There appears to be a strong relationship between Metabolic Syndrome and inflammation. The type of inflammation commonly seen in patients suffering from Metabolic Syndrome is a chronic, low-rade inflammation coined systemic inflammation. Indeed, adipocytes are able to produce adipokines that may lead to a proinflammatory state. Many different adipokines are quite capable of producing systemic inflammation. However, the adipokines interleukin-6, C-reactive protein, and tumor necrosis factor alpha in particular show extensive systemic inflammation exacerbation, as these adipokines are also cytokines with acute phase and/or immune responses as their underlying purpose/operation in the body. Interleukin-6 can initiate systemic inflammation on its own as well as intensify systemic inflammation by augmenting secretion of interleukin-1 and tumor necrosis factor alpha. High levels of C-reactive protein have been linked to T2DM and CVD in addition to being a strong marker for systemic inflammation. Though it has been suggested that IR amplifies the state of proinflammation with systemic inflammation as the end outcome, there are also hypotheses supporting the notion that IR can result from systemic inflammation.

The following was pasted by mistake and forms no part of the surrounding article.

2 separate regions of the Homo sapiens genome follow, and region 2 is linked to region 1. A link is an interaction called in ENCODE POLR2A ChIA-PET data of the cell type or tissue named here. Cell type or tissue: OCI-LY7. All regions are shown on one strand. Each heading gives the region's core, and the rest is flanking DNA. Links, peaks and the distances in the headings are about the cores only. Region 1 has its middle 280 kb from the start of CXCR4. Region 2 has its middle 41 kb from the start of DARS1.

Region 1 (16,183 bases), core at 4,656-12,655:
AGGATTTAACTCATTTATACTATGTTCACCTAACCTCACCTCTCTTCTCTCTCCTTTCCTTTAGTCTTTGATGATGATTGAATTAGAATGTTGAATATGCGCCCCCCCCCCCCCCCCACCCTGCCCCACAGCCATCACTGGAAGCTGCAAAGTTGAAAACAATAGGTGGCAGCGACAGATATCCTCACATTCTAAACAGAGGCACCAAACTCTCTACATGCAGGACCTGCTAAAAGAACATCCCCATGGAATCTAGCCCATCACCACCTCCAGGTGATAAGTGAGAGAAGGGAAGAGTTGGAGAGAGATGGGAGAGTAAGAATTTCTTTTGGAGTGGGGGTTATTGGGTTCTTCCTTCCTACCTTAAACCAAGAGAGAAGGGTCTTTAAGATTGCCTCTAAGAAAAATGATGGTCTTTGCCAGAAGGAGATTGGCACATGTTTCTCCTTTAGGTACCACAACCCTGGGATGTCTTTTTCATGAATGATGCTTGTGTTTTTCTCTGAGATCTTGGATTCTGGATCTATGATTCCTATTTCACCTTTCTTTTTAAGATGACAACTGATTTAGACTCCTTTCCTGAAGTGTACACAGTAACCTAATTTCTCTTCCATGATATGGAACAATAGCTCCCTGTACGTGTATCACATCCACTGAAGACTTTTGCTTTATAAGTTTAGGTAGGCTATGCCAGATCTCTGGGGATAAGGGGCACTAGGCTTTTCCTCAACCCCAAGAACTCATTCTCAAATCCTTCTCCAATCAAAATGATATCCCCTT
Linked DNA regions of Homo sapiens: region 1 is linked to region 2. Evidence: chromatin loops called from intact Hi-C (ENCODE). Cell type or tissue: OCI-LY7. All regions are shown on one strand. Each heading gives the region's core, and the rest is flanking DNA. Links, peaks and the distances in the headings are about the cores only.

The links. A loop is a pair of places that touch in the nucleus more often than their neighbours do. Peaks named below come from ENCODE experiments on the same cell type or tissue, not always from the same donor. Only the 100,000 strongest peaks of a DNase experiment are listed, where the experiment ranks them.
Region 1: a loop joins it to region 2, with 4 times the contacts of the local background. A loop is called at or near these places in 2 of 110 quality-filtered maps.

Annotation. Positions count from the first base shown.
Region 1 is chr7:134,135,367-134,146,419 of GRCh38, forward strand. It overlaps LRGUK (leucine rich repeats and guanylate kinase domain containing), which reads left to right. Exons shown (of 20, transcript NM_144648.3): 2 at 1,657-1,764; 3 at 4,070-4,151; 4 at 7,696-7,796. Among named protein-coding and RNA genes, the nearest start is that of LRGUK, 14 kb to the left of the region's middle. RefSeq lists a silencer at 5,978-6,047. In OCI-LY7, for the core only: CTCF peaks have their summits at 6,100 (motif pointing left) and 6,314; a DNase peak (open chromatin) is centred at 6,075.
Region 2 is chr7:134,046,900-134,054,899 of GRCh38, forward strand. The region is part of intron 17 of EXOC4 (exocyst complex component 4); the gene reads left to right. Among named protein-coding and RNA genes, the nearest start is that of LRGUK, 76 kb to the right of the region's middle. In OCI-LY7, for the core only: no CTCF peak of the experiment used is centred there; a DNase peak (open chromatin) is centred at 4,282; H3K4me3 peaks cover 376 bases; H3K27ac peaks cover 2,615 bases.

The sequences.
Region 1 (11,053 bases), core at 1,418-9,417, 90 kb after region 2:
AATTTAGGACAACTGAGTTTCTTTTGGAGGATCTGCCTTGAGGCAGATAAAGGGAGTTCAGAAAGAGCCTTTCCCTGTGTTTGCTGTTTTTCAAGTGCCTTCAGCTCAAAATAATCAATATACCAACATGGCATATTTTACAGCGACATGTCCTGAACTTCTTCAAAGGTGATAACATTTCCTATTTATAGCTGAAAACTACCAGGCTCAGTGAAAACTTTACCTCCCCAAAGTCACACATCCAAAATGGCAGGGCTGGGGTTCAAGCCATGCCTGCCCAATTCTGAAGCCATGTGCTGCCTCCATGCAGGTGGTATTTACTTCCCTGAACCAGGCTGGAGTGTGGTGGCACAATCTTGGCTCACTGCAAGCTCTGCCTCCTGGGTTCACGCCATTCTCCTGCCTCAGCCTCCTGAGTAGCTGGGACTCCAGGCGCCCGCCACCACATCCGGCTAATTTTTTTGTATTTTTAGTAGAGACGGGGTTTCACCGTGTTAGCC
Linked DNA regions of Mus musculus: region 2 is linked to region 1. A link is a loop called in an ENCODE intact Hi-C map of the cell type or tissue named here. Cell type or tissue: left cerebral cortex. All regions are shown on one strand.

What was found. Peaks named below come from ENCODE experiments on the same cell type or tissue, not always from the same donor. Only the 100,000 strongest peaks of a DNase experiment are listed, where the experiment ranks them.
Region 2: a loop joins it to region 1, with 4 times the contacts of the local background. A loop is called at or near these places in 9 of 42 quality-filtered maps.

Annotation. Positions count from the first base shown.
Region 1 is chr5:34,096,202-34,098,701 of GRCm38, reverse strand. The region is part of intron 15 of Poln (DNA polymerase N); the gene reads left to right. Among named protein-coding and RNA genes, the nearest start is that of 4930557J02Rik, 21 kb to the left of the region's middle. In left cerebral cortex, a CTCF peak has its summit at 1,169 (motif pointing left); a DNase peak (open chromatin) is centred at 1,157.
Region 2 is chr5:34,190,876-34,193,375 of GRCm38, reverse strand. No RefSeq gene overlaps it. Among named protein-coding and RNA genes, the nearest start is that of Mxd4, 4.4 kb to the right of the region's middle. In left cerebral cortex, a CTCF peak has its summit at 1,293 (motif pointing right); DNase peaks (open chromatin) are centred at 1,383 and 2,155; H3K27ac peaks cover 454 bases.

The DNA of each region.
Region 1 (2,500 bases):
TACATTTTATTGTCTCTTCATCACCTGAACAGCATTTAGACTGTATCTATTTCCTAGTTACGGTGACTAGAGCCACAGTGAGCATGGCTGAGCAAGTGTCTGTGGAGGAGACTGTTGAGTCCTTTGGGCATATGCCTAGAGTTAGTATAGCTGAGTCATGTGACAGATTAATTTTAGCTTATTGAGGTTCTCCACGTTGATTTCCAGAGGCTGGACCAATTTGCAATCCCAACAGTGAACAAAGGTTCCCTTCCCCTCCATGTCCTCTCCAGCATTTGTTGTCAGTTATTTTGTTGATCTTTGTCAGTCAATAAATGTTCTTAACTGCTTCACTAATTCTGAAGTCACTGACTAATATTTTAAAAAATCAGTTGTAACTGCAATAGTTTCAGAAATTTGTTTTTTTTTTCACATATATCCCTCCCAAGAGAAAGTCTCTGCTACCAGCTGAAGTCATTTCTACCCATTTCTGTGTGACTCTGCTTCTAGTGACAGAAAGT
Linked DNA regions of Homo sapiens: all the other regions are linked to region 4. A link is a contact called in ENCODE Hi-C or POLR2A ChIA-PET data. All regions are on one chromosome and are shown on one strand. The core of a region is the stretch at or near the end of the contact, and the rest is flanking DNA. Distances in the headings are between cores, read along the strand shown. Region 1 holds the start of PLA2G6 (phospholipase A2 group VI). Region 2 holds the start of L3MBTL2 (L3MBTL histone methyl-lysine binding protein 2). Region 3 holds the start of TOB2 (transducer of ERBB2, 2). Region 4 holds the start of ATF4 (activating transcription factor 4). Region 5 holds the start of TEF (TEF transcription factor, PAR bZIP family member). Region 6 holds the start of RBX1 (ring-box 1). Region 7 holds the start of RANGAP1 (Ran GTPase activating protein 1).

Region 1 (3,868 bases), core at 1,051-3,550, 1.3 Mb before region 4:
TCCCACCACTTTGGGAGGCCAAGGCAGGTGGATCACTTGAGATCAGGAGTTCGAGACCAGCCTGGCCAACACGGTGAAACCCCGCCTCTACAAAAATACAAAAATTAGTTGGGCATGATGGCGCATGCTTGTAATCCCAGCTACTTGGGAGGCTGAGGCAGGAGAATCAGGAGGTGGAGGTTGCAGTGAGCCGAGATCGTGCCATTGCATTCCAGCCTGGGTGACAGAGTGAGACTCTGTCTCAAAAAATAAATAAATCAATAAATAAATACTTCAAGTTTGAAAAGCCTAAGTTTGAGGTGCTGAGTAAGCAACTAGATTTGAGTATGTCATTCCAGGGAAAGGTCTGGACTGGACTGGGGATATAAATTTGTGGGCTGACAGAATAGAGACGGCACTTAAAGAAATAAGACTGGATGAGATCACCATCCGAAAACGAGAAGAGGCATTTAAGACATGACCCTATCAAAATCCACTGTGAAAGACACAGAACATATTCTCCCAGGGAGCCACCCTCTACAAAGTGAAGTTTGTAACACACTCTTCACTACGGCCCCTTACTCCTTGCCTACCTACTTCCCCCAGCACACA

Last date updated on July, 2014